Now let’s check out some of the nutrients in one tablespoon of cayenne pepper:
- Calcium, 8 mg.Calcium is important for building and maintaining strong bones and teeth. This mineral is also important for maintaining hair and nail health in perimenopausal and menopausal women. Adequate calcium intake may also decrease your risk for colorectal cancer.
- Magnesium, 8 mg. This mineral is needed by more than 300 human body enzymes to facilitate biochemical reactions. It helps create energy for the body and activates muscle and nerve tissues by enabling potassium and calcium transfer through your cell membranes. If magnesium levels in the body are too low, whole body systems don’t work properly, resulting in fatigue and cramps.
- Phosphorus, 16 mg. Phosphorus works with calcium to help build strong bones and teeth. It is also needed to help balance and use other vitamins and minerals including vitamin D, iodine, magnesium and zinc.
- Vitamin A, 2205 IU. Vitamin A helps with bone growth and reproductive health. It is mainly known for improving your eyesight, skin health and cell regeneration.
- Lutein + Zeaxanthin, 697 mcg. These are two carotenoids and antioxidants that concentrate in eye tissue. According to the American Optometric Association, “[l]utein and zeaxanthin filter harmful high-energy blue wavelengths of light and help protect and maintain healthy cells in the eyes. Of the 600 carotenoids found in nature, only these two are deposited in high quantities in the retina (macula) of the eye.”
If you are going to incorporate cayenne pepper into your diet, there are a few things you need to keep in mind.
People who have heartburn or existing ulcers should speak with a doctor first. If you are going to use an ointment or cream with capsaicin, do not use immediately after taking a hot shower.
Interestingly, people who are allergic to latex, bananas, kiwi, chestnuts, and avocado may also have an allergy to cayenne.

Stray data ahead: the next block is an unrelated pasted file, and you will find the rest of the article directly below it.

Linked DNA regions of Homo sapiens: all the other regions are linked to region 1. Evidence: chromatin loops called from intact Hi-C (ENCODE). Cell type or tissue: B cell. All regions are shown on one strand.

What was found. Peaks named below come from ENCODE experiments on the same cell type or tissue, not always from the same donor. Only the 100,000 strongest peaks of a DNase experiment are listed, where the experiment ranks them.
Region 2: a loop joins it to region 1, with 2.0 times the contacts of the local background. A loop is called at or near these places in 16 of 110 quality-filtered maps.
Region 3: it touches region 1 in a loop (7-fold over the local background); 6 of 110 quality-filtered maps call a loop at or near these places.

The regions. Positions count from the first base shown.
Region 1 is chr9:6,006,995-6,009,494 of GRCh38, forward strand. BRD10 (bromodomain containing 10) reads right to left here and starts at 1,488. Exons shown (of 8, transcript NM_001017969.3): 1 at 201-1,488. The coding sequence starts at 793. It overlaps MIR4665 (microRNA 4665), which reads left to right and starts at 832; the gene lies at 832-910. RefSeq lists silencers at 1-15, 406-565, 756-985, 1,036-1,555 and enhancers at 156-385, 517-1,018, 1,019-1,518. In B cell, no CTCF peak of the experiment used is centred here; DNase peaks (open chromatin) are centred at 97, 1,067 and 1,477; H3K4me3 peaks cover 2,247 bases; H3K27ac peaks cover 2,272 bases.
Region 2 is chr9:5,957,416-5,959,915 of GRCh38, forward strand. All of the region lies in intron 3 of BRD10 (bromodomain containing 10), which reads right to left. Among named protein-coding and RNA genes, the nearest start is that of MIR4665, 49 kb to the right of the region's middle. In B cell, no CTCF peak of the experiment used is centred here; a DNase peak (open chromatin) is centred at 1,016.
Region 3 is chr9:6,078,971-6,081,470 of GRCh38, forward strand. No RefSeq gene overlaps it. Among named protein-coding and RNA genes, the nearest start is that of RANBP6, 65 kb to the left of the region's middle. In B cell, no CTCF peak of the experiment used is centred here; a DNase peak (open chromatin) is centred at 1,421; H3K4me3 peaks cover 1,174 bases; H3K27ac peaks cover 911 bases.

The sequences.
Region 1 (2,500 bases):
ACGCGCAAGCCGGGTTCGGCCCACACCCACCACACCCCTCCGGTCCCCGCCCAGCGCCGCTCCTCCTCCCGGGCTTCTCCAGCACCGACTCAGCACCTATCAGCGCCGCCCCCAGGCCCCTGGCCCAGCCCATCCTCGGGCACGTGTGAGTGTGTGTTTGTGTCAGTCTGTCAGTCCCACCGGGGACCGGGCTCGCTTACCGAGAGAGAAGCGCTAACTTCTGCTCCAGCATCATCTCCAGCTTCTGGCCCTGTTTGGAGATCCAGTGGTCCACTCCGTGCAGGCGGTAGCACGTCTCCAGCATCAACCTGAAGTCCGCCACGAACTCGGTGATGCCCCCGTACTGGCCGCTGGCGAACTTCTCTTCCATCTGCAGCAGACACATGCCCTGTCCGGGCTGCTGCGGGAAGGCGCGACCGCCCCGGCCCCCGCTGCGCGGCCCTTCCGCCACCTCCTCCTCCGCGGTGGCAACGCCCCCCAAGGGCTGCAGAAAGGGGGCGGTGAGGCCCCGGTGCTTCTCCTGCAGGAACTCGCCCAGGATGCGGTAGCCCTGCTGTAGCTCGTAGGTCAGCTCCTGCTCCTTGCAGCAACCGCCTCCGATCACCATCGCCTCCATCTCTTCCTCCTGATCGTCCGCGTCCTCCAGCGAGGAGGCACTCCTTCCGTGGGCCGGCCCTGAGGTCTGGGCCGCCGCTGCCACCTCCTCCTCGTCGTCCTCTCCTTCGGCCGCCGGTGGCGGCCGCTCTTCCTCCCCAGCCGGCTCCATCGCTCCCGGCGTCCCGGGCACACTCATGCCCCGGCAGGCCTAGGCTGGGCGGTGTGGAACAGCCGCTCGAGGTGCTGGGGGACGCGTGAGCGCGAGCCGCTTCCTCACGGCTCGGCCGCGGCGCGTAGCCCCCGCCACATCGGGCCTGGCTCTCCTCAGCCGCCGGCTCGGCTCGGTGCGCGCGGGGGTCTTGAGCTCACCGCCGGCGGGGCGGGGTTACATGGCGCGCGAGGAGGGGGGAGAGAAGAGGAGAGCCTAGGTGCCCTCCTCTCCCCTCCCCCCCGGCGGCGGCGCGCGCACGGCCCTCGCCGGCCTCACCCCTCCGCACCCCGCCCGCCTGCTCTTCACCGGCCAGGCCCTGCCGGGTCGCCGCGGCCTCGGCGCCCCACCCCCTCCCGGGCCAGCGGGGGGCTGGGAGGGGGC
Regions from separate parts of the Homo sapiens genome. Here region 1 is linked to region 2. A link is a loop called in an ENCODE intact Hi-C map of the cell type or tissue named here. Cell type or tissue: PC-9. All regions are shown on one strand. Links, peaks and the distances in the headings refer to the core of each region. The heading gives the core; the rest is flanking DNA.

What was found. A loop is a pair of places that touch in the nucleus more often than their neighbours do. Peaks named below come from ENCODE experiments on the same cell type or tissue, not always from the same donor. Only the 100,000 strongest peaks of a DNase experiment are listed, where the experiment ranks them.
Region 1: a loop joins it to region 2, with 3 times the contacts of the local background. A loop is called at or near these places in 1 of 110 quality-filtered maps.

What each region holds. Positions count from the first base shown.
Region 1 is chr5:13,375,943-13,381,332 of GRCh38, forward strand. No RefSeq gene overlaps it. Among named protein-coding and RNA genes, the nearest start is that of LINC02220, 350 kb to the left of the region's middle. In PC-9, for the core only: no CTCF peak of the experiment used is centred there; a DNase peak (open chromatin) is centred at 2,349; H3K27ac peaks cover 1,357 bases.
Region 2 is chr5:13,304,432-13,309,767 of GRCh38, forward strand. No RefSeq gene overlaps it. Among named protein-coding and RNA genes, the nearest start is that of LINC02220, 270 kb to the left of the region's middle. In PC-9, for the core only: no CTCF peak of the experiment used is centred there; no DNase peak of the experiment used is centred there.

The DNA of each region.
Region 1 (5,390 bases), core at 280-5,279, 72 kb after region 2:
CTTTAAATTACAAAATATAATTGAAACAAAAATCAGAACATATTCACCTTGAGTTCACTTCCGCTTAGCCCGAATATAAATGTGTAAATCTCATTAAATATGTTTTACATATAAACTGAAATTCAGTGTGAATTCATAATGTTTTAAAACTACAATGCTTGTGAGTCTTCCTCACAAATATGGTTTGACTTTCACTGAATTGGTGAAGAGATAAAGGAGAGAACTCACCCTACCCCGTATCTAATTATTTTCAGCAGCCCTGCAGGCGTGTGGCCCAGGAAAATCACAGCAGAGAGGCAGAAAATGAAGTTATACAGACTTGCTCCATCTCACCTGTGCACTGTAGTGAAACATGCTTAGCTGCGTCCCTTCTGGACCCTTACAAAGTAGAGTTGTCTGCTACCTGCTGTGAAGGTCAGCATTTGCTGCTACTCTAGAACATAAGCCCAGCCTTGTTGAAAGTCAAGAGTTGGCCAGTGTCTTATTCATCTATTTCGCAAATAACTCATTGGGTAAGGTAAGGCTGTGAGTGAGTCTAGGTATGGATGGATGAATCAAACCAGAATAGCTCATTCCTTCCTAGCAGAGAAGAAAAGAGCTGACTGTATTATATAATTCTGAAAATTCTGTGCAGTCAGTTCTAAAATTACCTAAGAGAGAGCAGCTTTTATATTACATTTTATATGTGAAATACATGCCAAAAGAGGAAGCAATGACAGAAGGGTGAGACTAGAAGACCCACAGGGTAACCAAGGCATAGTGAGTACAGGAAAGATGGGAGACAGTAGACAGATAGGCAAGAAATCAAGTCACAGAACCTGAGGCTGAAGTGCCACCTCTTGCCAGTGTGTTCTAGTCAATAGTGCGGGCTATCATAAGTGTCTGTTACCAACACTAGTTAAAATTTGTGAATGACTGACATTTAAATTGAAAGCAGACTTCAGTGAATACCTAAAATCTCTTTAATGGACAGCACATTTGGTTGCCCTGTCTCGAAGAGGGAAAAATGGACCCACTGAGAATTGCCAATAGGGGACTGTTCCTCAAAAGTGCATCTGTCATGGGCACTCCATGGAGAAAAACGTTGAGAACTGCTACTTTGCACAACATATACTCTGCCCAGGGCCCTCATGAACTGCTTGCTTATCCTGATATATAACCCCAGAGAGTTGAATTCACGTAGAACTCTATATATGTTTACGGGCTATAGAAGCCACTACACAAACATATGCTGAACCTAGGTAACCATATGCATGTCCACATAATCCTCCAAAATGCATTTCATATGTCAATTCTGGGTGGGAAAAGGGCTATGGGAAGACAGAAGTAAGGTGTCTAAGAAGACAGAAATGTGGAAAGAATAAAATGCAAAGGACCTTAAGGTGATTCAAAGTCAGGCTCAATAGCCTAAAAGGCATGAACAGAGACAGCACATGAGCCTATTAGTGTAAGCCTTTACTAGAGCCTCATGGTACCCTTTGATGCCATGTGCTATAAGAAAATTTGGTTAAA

If you do not like cayenne or spicy food, talk to your doctor about taking cayenne in capsule form. It appears that pregnant and nursing women can consume cayenne, but they should not take it in pill form. And talk to a pediatrician before giving cayenne to young children, especially under the age of 2.
As always, if you have any existing health conditions or are taking any medications (prescription and/or over-the-counter), it is always best to speak with your doctor about incorporating unfamiliar foods into your diet. Certain foods can alter drug-metabolizing systems in the body. You always want to avoid drug interactions so that you will be healthy and your medication will be effective.
Finally, one of my favorite ways to use cayenne pepper is to season chicken. Check out this Jamaican Jerk Seasoning that uses several different spices and herbs that are both spicy and sweet.
- 1 tbsp Garlic powder
- 1 tbsp Onion powder
- 1 tsp Allspice, ground
- 1 tsp Black pepper, ground
- 1 tbsp Brown sugar
- 2 tsp Cayenne pepper
- 1/2 tsp Cinnamon, ground
- 1/2 tsp Nutmeg, ground
- 2 tsp Paprika, smoked
- 1/2 tsp Red pepper flakes
- 2 tsp Salt (I generally use less salt - ½ tsp)
- 1/2 tsp Cumin, ground
- 1 tbsp Parsley (dried)
Let us know if you try this recipe, and feel free to share the ways you like to use cayenne.
Enjoy your healthy life!